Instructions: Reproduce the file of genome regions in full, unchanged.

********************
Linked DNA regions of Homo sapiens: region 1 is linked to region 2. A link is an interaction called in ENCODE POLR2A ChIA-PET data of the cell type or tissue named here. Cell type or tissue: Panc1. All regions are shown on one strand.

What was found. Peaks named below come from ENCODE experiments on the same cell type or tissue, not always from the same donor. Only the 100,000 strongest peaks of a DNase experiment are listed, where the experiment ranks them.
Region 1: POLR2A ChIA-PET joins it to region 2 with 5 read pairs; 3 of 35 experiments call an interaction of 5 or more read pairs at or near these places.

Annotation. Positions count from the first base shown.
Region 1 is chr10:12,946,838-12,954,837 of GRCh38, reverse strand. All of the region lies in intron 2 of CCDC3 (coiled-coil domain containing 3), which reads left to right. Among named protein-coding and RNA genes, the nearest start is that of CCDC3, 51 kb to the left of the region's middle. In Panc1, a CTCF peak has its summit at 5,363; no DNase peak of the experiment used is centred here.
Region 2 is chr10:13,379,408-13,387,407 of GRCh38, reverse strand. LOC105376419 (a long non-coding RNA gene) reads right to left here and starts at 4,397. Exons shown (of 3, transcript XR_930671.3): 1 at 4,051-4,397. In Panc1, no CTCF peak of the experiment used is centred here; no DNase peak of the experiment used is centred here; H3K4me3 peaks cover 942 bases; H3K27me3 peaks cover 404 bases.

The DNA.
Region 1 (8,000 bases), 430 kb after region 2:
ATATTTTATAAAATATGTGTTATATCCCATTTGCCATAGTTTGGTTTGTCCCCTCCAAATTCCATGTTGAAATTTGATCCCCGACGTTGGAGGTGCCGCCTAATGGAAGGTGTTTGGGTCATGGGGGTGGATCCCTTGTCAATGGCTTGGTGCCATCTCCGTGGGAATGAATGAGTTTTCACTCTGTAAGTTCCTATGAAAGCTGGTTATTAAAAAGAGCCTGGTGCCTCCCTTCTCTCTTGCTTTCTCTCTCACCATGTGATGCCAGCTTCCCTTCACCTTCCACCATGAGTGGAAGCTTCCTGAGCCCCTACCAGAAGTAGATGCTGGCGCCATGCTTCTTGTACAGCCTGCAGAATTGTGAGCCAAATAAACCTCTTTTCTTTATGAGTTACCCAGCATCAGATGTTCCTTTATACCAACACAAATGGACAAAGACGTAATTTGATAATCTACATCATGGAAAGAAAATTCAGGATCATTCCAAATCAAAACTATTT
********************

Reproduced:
Linked DNA regions of Homo sapiens: region 1 is linked to region 2. A link is an interaction called in ENCODE POLR2A ChIA-PET data of the cell type or tissue named here. Cell type or tissue: Panc1. All regions are shown on one strand.

What was found. Peaks named below come from ENCODE experiments on the same cell type or tissue, not always from the same donor. Only the 100,000 strongest peaks of a DNase experiment are listed, where the experiment ranks them.
Region 1: POLR2A ChIA-PET joins it to region 2 with 5 read pairs; 3 of 35 experiments call an interaction of 5 or more read pairs at or near these places.

Annotation. Positions count from the first base shown.
Region 1 is chr10:12,946,838-12,954,837 of GRCh38, reverse strand. All of the region lies in intron 2 of CCDC3 (coiled-coil domain containing 3), which reads left to right. Among named protein-coding and RNA genes, the nearest start is that of CCDC3, 51 kb to the left of the region's middle. In Panc1, a CTCF peak has its summit at 5,363; no DNase peak of the experiment used is centred here.
Region 2 is chr10:13,379,408-13,387,407 of GRCh38, reverse strand. LOC105376419 (a long non-coding RNA gene) reads right to left here and starts at 4,397. Exons shown (of 3, transcript XR_930671.3): 1 at 4,051-4,397. In Panc1, no CTCF peak of the experiment used is centred here; no DNase peak of the experiment used is centred here; H3K4me3 peaks cover 942 bases; H3K27me3 peaks cover 404 bases.

The DNA.
Region 1 (8,000 bases), 430 kb after region 2:
ATATTTTATAAAATATGTGTTATATCCCATTTGCCATAGTTTGGTTTGTCCCCTCCAAATTCCATGTTGAAATTTGATCCCCGACGTTGGAGGTGCCGCCTAATGGAAGGTGTTTGGGTCATGGGGGTGGATCCCTTGTCAATGGCTTGGTGCCATCTCCGTGGGAATGAATGAGTTTTCACTCTGTAAGTTCCTATGAAAGCTGGTTATTAAAAAGAGCCTGGTGCCTCCCTTCTCTCTTGCTTTCTCTCTCACCATGTGATGCCAGCTTCCCTTCACCTTCCACCATGAGTGGAAGCTTCCTGAGCCCCTACCAGAAGTAGATGCTGGCGCCATGCTTCTTGTACAGCCTGCAGAATTGTGAGCCAAATAAACCTCTTTTCTTTATGAGTTACCCAGCATCAGATGTTCCTTTATACCAACACAAATGGACAAAGACGTAATTTGATAATCTACATCATGGAAAGAAAATTCAGGATCATTCCAAATCAAAACTATTT